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Irish Accents

The only accent that can wear the adjective “Lilt”…a truly beautiful thing, and yet the absolute fucking eviscerating death of every actor who’s ever tried to fake it.

Let’s begin with the obvious – Tom Cruise in Far and Away. Fucking embarrassing, even if (as I do) you think Cruise is the most talentless bit of cardboard to come along since Rock Hudson…and the comparison likely doesn’t stop there.

Then there’s Richard Gere opposite Bruce Willis in The Jackal. Begosh and Begorra! T’was fookin’ torture to the ears, eh, Father?

Dennis Hopper took a run at it with Steven Seagal in Ticker. Dennis couldn’t even hold the fake accent through a single paragraph – kept slipping in and out mid-sentence.

Brad Pitt opposite Harrison Ford in The Devil’s Own. Just fookin’ shameful!

And let’s not leave the lassies out: Julia Roberts in that Jekyl & Hyde flick, Mary Reilly. Lard t’underin’ fook n’ Saints alive, save us!

What is about the Irish accent that absolutely crushes anyone who tries to fake it? Every single one of the listed movies would have been vastly improved by replacing the lead character with that fucking leprechaun from the Lucky Charms commercials – Blue hearts and yellow moons…!

I mean, fer fook sakes, eh? Liam Neeson has a hard enough time with it, and the coont was BARN in Narthen Ir’land! Drove a fookin’ farklif’ fer Guiness, he fookin’ did.

Ah, fookit. Ah’m goona go watch Boondock Saints.

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2 Responses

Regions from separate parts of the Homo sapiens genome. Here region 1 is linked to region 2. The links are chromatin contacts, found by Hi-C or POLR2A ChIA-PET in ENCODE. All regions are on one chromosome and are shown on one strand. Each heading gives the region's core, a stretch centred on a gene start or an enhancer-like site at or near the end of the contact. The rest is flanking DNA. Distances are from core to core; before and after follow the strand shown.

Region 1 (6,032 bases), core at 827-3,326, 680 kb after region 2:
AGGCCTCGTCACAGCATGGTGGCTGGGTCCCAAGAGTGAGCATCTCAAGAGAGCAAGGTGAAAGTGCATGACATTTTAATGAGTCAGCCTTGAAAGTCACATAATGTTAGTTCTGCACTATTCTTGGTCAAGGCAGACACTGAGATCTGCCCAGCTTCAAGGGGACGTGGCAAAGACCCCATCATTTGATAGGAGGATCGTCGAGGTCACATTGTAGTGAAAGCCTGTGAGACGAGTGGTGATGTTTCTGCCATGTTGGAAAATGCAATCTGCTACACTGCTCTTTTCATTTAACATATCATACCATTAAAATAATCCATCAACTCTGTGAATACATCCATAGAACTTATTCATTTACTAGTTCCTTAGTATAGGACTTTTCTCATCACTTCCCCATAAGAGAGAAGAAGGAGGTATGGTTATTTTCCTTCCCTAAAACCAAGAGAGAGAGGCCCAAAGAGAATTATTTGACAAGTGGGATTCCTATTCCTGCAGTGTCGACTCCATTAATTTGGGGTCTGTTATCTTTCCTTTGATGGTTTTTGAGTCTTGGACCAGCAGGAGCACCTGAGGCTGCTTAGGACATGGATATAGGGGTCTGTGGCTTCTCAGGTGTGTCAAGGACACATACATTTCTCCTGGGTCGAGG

1. I think people overdo the accent, it’s actually fairly soft. Well, except for Ulster Irish. It can also be fairly similar to some American accents.

    It’s a bit like the story in Evelyn Waugh’s the “Loved one” where the actress had dark, curly hair and looked Irish, but Hollywood demanded that she dye it red and change her features to what Americans thought were Irish.

  2. Having spent some time in Belfast myself, I have to say that Pitt’s Belfast accent wasn’t all that bad… but overall, I agree with you.

    I think that many actors try like hell to mimic the accent, but forget (or never learn) several things:

    1. It’s the cadence and manner of speech that is important than the accent. “So, is it to town you’re going’ ?” “I am.”
    2. Once the style and cadence is captured, the actual accent follows rather naturally. My father was from Tyrone, in the North. On my first visit there, after about a week, (without realizing it) I’d lapsed into his accent. Sort of.

    I was asked by someone in Mayo, “So, what part of the North are you from?” He thought I was an ex pat who’d come back from America, and as such had lost much of my accent.

    2. There are many different Irish accents. A Kerryman sounds nothing like a Dubliner. I’ve yet to hear any Irish who sound like the Lucky Charms Leprechaun.

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